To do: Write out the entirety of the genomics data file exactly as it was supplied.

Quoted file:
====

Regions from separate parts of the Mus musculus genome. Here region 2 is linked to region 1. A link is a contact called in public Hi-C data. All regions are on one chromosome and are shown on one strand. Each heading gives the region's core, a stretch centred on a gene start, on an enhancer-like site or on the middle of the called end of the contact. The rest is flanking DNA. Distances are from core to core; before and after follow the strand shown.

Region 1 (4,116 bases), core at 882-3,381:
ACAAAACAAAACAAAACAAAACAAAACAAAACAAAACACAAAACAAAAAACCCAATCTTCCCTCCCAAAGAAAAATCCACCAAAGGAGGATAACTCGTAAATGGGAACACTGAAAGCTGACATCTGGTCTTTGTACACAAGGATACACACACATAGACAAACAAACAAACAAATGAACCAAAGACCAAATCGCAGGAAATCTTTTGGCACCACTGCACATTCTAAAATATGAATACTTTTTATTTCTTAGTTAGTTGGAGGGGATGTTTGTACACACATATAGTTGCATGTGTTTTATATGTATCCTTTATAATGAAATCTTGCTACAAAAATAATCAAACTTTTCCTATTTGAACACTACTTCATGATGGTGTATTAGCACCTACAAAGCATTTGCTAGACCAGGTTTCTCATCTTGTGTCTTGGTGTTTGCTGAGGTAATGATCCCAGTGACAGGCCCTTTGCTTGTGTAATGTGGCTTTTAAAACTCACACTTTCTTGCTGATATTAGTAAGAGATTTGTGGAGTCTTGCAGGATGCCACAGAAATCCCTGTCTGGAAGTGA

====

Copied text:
Regions from separate parts of the Mus musculus genome. Here region 2 is linked to region 1. A link is a contact called in public Hi-C data. All regions are on one chromosome and are shown on one strand. Each heading gives the region's core, a stretch centred on a gene start, on an enhancer-like site or on the middle of the called end of the contact. The rest is flanking DNA. Distances are from core to core; before and after follow the strand shown.

Region 1 (4,116 bases), core at 882-3,381:
ACAAAACAAAACAAAACAAAACAAAACAAAACAAAACACAAAACAAAAAACCCAATCTTCCCTCCCAAAGAAAAATCCACCAAAGGAGGATAACTCGTAAATGGGAACACTGAAAGCTGACATCTGGTCTTTGTACACAAGGATACACACACATAGACAAACAAACAAACAAATGAACCAAAGACCAAATCGCAGGAAATCTTTTGGCACCACTGCACATTCTAAAATATGAATACTTTTTATTTCTTAGTTAGTTGGAGGGGATGTTTGTACACACATATAGTTGCATGTGTTTTATATGTATCCTTTATAATGAAATCTTGCTACAAAAATAATCAAACTTTTCCTATTTGAACACTACTTCATGATGGTGTATTAGCACCTACAAAGCATTTGCTAGACCAGGTTTCTCATCTTGTGTCTTGGTGTTTGCTGAGGTAATGATCCCAGTGACAGGCCCTTTGCTTGTGTAATGTGGCTTTTAAAACTCACACTTTCTTGCTGATATTAGTAAGAGATTTGTGGAGTCTTGCAGGATGCCACAGAAATCCCTGTCTGGAAGTGA